Lipstick Silhouette PNG Transparent Images

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Uploaded on on Sep 5, 2021


Lipstick is a cosmetic that adds color, texture, and protection to the lips.

The lipstick is available in a wide range of colors and designs. Some lipsticks also function as lip balms, giving both color and hydration.

Although the term was originally used to a baton (stick) of material contained within a tubular container with a diameter of 10mm and a length of 50mm, it is now applied to the substance itself, regardless of the application method.

Ancient Sumerian men and women may have been the first to design and wear lipstick some 5,000 years ago. They crushed jewels and adorned their faces with them, particularly around the lips and eyes. To color their lips crimson, Cleopatra and other Egyptians crushed bugs (carmine). It’s conceivable that women in the Indus Valley Civilization wore lipstick made from rectangular ochre chunks with beveled edges. Ancient Egyptians used lipstick to denote social status rather than gender. The red dye was produced from fucus-algin, 0.01 percent iodine, and a small amount of bromine mannite, but it made people sick. Initially, dazzling lipsticks were created using an iridescent substance found in fish scales.

The Minoan women used bright crimson lipstick on their lips. Lip paint was once only available to prostitutes and courtesans in ancient Greece, but it was made available to the upper class between 700 and 300 BCE. Greek ladies painted their lips with cosmetics using Tyrian purple, crushed mulberries, and the deadly pigment vermilion.

To protect the delicate skin of the lips, the Chinese invented some of the first beeswax lipsticks over 1,000 years ago. During the Tang Dynasty (618-907 CE), scent oils were added to them, giving them an attractive flavor.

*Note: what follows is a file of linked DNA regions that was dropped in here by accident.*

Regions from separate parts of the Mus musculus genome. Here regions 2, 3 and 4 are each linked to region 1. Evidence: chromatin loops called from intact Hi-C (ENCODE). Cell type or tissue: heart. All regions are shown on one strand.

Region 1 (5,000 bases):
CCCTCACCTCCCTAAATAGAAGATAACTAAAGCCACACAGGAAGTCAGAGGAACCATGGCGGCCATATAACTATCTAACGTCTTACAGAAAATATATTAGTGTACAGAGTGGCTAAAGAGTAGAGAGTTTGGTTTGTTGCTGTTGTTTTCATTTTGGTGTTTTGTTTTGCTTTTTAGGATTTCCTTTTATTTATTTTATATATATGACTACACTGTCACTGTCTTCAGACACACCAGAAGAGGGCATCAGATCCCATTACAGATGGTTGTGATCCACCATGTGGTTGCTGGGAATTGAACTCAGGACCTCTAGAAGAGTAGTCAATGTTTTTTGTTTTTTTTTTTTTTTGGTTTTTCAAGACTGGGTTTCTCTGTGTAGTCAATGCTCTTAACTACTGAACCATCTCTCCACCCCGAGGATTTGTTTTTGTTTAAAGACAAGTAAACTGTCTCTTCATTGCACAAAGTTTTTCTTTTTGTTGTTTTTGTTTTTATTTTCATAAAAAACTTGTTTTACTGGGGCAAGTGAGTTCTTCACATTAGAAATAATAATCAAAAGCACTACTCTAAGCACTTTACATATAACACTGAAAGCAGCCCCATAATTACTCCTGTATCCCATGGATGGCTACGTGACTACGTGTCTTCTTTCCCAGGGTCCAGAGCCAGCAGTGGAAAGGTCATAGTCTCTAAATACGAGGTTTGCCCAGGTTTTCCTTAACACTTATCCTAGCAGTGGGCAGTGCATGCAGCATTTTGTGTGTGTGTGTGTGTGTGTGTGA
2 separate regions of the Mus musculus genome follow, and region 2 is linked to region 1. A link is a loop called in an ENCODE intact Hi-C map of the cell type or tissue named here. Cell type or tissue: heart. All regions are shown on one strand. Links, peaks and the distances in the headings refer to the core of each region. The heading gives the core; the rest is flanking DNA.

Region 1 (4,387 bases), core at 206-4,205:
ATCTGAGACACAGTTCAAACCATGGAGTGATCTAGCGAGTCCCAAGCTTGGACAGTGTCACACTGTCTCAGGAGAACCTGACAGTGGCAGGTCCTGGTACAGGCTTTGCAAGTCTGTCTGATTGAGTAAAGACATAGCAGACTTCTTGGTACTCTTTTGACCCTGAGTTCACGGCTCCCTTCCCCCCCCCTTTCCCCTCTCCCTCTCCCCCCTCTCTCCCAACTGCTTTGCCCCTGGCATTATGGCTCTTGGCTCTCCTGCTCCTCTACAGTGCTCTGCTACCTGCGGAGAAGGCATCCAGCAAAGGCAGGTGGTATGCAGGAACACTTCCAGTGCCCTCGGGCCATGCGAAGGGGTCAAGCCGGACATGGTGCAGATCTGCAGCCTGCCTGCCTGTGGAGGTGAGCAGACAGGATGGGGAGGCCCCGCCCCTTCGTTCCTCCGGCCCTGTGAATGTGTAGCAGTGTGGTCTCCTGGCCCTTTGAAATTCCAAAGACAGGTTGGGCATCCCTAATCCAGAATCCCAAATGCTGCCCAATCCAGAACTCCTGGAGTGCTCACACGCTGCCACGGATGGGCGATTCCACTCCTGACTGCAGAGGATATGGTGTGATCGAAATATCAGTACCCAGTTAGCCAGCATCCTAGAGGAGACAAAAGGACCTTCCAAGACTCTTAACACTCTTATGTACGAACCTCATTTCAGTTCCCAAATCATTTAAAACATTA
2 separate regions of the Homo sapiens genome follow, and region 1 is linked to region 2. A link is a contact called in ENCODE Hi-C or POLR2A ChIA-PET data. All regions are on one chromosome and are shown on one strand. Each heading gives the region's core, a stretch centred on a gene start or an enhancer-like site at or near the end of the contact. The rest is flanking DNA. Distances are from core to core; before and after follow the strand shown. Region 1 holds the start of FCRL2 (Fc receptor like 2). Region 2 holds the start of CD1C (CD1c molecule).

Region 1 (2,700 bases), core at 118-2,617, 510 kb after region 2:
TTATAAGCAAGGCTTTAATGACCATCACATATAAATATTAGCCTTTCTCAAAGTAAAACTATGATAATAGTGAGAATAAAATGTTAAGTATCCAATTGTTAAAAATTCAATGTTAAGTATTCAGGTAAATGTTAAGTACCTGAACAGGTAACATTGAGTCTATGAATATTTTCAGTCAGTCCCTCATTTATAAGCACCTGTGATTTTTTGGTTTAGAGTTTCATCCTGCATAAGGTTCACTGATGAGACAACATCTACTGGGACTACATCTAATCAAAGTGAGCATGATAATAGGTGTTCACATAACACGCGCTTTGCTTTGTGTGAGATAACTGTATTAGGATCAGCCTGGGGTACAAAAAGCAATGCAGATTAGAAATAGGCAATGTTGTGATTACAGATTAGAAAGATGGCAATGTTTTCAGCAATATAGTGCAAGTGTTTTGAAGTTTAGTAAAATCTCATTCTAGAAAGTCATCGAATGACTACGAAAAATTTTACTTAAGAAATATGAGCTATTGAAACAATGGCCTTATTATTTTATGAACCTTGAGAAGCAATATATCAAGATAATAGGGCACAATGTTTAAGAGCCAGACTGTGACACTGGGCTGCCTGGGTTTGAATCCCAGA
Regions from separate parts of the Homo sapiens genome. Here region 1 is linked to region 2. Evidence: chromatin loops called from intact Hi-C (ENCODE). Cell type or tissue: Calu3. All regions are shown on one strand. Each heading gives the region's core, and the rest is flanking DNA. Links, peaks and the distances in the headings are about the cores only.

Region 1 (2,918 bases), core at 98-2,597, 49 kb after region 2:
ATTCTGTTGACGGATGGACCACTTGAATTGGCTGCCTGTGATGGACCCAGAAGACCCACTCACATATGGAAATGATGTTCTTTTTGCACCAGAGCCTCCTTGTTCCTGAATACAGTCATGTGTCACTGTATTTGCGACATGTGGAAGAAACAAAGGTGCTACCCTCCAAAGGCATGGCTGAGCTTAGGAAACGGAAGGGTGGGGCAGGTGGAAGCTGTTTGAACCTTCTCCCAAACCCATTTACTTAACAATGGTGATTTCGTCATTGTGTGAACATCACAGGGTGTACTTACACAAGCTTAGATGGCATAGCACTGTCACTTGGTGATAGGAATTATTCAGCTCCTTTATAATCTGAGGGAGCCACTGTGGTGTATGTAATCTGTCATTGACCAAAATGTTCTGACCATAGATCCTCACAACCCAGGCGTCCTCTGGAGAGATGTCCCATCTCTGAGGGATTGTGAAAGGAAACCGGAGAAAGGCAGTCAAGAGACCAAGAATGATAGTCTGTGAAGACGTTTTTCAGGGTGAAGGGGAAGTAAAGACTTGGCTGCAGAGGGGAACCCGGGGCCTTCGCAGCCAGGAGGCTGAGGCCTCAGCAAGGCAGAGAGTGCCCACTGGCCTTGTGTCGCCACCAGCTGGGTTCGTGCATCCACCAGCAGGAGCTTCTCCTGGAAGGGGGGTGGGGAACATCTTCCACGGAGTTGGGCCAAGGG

Aboriginal girls in Australia would use ochre to paint their mouths crimson for puberty rites.


Lip coloring became popular in England in the 16th century. During Queen Elizabeth I’s reign, bright red lips, and a stark white face were fashionable. Lipstick was made from a combination of beeswax and natural red stains at the time. Only upper-class females and male actors wore makeup.

In Britain, the obvious use of cosmetics was associated with disadvantaged groups such as actors and prostitutes during the majority of the nineteenth century, and it was not considered suitable for respectable women. It was considered bold and rude to use makeup. In the 1850s, reports were published warning women about the dangers of using lead and vermilion in their cosmetics. Toward the end of the nineteenth century, Guerlain, a French cosmetics company, began manufacturing lipstick. In 1884, perfumers in Paris, France, created the first commercial lipstick. It was wrapped in silk paper and made of deer tallow, castor oil, and beeswax. Previously, lipstick was produced at home. By 1921, the unmasked use of cosmetics appeared to have gained total acceptance in England for the sophisticated Londoner.

In the nineteenth century, the carmine dye was used to color lipstick. The carmine hue was created using cochineal, a scale insect native to Mexico and Central America that feeds on cactus plants. Cochineal insects produce carminic acid to defend themselves from predatory insects.

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